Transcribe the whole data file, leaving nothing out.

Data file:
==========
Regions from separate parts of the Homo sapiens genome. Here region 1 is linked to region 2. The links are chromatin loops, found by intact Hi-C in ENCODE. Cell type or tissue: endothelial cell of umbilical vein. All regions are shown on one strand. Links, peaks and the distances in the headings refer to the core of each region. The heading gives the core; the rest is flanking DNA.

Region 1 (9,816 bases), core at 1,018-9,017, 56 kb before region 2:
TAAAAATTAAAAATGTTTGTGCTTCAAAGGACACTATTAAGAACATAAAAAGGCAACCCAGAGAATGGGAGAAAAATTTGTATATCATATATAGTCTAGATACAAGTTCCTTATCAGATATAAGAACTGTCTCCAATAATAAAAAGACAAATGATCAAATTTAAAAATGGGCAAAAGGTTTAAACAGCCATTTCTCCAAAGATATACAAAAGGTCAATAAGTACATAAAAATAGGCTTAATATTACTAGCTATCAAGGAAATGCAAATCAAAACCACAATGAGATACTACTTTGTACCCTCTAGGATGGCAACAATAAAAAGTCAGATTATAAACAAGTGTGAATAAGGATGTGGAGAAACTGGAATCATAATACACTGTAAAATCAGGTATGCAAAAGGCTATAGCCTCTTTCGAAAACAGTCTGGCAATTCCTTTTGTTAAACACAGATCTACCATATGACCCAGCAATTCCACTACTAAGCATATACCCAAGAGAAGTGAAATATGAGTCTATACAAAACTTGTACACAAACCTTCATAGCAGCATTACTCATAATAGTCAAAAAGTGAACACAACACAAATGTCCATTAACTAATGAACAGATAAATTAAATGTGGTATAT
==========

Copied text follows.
Regions from separate parts of the Homo sapiens genome. Here region 1 is linked to region 2. The links are chromatin loops, found by intact Hi-C in ENCODE. Cell type or tissue: endothelial cell of umbilical vein. All regions are shown on one strand. Links, peaks and the distances in the headings refer to the core of each region. The heading gives the core; the rest is flanking DNA.

Region 1 (9,816 bases), core at 1,018-9,017, 56 kb before region 2:
TAAAAATTAAAAATGTTTGTGCTTCAAAGGACACTATTAAGAACATAAAAAGGCAACCCAGAGAATGGGAGAAAAATTTGTATATCATATATAGTCTAGATACAAGTTCCTTATCAGATATAAGAACTGTCTCCAATAATAAAAAGACAAATGATCAAATTTAAAAATGGGCAAAAGGTTTAAACAGCCATTTCTCCAAAGATATACAAAAGGTCAATAAGTACATAAAAATAGGCTTAATATTACTAGCTATCAAGGAAATGCAAATCAAAACCACAATGAGATACTACTTTGTACCCTCTAGGATGGCAACAATAAAAAGTCAGATTATAAACAAGTGTGAATAAGGATGTGGAGAAACTGGAATCATAATACACTGTAAAATCAGGTATGCAAAAGGCTATAGCCTCTTTCGAAAACAGTCTGGCAATTCCTTTTGTTAAACACAGATCTACCATATGACCCAGCAATTCCACTACTAAGCATATACCCAAGAGAAGTGAAATATGAGTCTATACAAAACTTGTACACAAACCTTCATAGCAGCATTACTCATAATAGTCAAAAAGTGAACACAACACAAATGTCCATTAACTAATGAACAGATAAATTAAATGTGGTATAT